What saves Uno Attack is a set of new cards. Some are the obvious adjustments – draw X has to be translated into hitting the button. An interesting distinction is made between ‘hit twice’ (which is also a color card) and ‘hit till you get’ Far more interesting are the really new cards. Two of them give you an opportunity to affect a player who isnt’ adjacent to you, a constraint which is often dearly felt when you hear “Uno” across the table. “all hit” is wild but depends on the gadget, which gives nothing more often than cards. There is however one targeted card – change hands. This is colored, so you often can’t play it when you want to. And of course, you get your hand stolen as often as you pull off a nice swap. The other new card is ‘discard all of same color’, which offers a new strategic choice – it makes it possible to go out without having to say “Uno” (and dare anybody with a trade-hands) On the other hand, it tells the other players that you really truly are out of that color.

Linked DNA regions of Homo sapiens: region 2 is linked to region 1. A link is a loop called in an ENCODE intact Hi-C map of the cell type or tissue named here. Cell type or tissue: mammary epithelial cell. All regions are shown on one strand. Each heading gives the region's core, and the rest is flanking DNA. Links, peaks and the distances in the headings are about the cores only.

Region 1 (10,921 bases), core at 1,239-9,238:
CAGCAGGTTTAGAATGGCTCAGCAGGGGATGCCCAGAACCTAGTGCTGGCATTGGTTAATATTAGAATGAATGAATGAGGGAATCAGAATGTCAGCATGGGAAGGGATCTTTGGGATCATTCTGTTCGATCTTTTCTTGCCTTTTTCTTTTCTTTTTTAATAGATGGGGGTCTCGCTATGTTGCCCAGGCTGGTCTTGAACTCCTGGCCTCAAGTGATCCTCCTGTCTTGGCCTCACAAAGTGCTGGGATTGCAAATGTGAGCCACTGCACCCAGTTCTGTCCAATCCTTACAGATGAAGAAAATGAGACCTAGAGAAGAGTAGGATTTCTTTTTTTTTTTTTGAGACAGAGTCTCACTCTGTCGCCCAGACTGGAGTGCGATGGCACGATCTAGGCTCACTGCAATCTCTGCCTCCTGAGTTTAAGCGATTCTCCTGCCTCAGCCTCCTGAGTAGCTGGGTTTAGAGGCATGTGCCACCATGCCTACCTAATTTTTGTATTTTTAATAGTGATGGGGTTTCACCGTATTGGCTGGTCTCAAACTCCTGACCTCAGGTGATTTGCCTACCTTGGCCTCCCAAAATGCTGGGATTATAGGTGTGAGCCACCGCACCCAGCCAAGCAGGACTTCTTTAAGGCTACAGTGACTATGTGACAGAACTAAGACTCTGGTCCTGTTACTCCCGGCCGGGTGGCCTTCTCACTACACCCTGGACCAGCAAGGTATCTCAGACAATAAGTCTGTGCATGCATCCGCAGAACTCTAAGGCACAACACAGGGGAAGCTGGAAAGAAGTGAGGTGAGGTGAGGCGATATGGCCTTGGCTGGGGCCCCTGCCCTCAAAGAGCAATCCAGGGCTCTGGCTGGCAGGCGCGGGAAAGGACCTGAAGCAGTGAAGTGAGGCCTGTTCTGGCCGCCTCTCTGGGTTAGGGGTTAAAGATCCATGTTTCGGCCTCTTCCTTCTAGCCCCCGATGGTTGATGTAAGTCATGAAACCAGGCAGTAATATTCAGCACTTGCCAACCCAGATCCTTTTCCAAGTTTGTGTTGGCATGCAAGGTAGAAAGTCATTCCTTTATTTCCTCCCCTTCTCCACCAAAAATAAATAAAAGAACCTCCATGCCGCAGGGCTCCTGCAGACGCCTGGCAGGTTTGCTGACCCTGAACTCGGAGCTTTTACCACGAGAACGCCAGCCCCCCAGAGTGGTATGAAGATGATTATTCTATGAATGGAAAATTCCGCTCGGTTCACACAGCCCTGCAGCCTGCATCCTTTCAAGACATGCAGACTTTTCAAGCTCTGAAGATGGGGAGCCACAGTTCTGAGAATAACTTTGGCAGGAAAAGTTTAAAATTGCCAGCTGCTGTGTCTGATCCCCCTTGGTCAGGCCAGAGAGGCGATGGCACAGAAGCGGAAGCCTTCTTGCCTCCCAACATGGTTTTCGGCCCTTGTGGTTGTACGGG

Backpacks

I’ve had my sturdy JanSport backpack for several years. It was still in good shape, and can be expected to last a while longer – the last one went on the order of ten years with one stitching job, and only had to be replaced when the zipper became unserviceable. One thing I liked better about the previous model was the vertical arrangement of the outer pockets. The current backpack has them layered, so one being full affects the capacity of the other.

However, I was getting tired of shuffling things in and out of the one bag as I changed destinations and modes of transport. I also figured that this one will wear out eventually, and so buying a new one would just use them up in parallel, rather than sequentially.

The bike accessories were one challenge – air pump, elastic ties, rag in case the chain fell off, tire patch, and sometimes a headlight. Getting all that into a package would be a good start. At the bike store what I found was an under-seat bag. However, I had to get a fairly large one to accommodate the pump. It was designed for permanent mounting, whereas I wanted a quick release so I could take it with me when locking the bike up. The construction was also very stiff, making it awkward to carry or put into another bag.